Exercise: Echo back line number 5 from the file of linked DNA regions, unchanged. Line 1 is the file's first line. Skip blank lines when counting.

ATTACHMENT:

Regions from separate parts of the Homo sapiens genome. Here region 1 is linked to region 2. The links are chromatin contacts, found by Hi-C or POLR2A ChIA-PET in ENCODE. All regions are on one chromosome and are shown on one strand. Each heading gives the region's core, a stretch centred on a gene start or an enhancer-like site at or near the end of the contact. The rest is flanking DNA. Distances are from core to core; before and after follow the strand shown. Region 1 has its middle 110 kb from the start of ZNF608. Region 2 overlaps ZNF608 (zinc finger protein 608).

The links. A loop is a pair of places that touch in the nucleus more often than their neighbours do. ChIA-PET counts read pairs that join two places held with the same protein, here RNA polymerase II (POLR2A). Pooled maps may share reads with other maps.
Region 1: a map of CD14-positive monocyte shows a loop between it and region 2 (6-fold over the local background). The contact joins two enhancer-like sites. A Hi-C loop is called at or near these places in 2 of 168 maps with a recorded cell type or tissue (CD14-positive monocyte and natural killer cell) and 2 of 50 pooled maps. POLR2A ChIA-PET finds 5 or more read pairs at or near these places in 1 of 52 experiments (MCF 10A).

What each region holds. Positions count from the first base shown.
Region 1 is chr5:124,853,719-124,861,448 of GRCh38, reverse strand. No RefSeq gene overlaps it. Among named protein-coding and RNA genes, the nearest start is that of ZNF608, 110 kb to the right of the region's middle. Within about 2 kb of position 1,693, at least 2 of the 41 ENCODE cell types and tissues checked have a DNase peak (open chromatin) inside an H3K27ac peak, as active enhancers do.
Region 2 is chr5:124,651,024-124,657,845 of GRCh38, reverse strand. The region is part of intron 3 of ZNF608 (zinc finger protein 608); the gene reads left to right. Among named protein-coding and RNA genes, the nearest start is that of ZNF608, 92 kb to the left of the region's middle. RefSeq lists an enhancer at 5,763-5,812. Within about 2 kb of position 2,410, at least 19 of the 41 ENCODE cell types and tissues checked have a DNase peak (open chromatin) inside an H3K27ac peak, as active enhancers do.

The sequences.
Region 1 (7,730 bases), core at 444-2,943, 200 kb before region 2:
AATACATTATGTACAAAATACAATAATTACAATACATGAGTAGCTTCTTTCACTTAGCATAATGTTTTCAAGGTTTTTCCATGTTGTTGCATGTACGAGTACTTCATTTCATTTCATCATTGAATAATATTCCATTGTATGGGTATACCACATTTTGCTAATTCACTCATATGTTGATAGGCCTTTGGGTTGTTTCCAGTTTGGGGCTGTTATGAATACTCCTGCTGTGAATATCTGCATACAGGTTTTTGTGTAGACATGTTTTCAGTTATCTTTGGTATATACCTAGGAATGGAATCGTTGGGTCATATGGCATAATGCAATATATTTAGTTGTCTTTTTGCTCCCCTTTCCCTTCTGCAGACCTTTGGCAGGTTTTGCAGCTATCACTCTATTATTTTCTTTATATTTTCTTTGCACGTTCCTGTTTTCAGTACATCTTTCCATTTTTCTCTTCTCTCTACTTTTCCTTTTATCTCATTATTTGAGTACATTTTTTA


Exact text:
Region 1 is chr5:124,853,719-124,861,448 of GRCh38, reverse strand. No RefSeq gene overlaps it. Among named protein-coding and RNA genes, the nearest start is that of ZNF608, 110 kb to the right of the region's middle. Within about 2 kb of position 1,693, at least 2 of the 41 ENCODE cell types and tissues checked have a DNase peak (open chromatin) inside an H3K27ac peak, as active enhancers do.